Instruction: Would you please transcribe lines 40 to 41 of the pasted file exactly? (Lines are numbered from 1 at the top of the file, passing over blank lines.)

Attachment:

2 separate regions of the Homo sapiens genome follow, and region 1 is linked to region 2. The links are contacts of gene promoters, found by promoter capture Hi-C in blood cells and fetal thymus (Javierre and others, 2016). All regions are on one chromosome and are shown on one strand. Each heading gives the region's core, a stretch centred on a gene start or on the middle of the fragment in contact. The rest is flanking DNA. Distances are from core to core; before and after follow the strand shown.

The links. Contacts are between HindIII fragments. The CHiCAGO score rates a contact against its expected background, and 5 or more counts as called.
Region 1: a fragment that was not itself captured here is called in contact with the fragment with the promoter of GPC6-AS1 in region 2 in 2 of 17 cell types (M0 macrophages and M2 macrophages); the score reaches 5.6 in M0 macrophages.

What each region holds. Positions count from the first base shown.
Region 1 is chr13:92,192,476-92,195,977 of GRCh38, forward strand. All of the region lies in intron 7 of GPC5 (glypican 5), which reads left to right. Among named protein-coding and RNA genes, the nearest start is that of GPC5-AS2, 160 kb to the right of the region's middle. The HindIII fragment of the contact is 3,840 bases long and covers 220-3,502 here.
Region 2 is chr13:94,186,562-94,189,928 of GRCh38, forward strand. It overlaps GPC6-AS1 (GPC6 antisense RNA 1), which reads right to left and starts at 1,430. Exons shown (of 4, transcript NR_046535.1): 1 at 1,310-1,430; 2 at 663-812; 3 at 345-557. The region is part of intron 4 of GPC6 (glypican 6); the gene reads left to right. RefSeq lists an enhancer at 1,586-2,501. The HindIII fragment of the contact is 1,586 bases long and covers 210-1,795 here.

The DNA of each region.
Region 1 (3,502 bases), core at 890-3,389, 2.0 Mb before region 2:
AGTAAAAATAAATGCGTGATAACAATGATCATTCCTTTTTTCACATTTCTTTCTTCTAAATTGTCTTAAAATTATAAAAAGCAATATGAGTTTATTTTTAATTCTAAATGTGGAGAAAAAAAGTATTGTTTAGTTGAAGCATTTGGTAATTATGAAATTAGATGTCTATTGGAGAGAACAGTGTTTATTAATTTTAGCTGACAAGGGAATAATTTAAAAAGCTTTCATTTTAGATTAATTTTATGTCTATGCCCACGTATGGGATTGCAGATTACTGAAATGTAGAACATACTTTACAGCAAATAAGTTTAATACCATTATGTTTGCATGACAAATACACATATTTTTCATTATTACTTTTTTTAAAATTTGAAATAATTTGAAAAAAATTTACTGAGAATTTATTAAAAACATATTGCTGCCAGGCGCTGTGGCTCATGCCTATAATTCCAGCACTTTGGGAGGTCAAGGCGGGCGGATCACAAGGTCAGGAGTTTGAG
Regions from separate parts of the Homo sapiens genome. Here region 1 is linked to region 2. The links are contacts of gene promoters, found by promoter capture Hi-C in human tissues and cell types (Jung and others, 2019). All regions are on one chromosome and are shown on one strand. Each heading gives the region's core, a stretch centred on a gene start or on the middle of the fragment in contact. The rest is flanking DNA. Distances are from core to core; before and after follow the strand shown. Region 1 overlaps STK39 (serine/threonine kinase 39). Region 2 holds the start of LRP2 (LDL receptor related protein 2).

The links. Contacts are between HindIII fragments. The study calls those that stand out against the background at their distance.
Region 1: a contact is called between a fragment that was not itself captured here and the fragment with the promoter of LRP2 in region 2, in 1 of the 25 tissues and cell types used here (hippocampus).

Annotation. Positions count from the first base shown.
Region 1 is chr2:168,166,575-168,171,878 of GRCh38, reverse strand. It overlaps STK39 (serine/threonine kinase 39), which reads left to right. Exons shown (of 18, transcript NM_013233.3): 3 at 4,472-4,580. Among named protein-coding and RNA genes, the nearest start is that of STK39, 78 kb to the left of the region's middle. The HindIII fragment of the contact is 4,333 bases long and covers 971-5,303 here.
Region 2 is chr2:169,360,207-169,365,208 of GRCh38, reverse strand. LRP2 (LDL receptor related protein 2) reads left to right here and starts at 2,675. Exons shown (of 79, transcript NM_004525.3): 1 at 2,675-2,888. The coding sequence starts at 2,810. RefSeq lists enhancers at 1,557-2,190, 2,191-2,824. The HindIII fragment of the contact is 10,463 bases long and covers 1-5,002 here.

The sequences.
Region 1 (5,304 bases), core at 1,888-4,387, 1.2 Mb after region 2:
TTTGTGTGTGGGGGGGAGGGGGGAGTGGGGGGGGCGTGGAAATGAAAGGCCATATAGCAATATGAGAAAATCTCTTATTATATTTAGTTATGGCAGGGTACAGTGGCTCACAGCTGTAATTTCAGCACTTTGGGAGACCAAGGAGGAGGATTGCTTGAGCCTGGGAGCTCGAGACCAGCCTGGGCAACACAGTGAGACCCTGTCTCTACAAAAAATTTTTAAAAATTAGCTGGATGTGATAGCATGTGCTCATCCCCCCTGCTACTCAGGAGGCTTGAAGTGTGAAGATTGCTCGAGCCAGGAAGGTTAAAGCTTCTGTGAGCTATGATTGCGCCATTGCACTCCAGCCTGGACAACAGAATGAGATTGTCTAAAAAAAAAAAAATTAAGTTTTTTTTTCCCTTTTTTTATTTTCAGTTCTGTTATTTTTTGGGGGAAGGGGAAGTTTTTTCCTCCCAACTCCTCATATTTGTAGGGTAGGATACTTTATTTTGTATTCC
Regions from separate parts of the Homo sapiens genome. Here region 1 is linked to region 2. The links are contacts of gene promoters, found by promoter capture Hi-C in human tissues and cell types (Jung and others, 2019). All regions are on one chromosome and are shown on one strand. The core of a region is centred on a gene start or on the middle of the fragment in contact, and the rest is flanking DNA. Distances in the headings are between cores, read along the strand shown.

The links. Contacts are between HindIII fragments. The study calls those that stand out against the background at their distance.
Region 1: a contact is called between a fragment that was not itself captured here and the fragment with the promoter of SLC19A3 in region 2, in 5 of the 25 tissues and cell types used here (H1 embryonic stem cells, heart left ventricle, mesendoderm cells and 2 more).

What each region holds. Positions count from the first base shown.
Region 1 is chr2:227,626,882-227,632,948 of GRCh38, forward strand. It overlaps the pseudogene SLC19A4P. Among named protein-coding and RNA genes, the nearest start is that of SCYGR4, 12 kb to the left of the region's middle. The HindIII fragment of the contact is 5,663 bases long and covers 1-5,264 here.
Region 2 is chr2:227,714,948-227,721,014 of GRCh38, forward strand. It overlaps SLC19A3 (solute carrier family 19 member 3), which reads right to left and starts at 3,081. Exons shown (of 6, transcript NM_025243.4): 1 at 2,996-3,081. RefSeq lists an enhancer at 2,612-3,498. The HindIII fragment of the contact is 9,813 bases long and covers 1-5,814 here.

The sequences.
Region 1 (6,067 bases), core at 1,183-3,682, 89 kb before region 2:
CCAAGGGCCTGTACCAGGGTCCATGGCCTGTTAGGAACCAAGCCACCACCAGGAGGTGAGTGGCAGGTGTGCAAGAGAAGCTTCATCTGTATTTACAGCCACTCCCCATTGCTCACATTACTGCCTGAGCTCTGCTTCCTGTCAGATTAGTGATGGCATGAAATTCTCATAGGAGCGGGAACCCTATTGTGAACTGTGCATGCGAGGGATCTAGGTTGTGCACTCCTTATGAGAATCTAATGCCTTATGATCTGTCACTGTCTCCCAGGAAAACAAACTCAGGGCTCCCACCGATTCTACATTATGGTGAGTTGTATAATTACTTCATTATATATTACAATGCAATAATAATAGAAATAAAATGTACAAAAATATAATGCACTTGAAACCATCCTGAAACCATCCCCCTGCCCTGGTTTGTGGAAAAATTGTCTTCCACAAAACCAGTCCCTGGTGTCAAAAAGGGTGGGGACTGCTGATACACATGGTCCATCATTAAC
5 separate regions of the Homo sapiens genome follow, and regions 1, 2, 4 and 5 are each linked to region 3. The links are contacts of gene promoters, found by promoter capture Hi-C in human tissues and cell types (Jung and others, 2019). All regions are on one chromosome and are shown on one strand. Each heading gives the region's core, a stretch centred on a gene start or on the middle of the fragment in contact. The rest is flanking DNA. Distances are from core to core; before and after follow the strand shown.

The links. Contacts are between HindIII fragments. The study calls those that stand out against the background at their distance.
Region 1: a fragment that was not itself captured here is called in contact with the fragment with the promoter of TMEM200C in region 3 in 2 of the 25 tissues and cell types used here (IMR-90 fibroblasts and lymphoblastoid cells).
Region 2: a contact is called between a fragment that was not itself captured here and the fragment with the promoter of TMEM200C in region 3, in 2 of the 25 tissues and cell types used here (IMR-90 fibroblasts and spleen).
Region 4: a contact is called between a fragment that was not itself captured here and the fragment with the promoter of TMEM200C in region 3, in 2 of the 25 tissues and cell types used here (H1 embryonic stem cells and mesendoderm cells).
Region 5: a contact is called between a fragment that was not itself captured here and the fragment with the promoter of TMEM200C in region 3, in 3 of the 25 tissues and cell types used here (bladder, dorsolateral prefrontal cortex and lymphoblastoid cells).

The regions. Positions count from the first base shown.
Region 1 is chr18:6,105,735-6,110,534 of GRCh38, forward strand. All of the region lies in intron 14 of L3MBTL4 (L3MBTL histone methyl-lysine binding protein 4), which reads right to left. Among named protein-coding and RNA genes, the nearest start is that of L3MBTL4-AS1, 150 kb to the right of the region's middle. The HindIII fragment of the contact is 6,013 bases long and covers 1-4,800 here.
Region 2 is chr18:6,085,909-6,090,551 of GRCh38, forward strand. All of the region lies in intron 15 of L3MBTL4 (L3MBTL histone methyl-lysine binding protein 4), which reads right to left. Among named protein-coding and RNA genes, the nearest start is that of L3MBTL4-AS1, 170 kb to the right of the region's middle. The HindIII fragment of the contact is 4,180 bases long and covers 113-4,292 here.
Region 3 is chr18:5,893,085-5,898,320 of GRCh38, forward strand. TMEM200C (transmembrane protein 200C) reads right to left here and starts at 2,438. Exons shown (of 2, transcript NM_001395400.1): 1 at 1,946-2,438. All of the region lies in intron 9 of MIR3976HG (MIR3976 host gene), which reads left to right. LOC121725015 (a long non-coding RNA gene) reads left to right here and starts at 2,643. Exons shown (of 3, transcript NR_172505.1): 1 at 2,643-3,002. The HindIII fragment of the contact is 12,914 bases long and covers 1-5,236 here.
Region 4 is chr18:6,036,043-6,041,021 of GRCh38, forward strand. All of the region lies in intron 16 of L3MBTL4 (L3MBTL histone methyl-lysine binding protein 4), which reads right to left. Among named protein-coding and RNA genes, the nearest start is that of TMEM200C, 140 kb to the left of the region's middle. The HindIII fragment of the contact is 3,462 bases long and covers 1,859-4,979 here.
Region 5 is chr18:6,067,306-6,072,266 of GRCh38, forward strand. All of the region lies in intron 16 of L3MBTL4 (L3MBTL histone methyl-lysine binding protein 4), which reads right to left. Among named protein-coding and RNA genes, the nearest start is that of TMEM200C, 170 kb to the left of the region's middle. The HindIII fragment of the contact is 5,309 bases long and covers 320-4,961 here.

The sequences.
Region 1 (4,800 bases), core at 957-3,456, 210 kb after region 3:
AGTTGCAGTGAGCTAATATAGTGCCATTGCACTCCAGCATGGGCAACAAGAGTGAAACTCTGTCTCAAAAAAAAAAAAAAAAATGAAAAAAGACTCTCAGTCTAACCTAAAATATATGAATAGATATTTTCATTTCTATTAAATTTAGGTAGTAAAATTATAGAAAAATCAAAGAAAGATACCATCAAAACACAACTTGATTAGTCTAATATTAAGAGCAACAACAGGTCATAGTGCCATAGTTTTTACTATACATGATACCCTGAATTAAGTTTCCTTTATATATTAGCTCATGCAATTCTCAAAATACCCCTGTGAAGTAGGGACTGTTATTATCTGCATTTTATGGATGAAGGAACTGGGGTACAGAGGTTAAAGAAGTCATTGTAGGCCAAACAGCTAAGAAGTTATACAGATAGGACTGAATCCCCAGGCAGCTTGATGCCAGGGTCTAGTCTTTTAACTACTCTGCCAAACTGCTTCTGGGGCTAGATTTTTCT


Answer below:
The sequences.
Region 1 (4,800 bases), core at 957-3,456, 210 kb after region 3: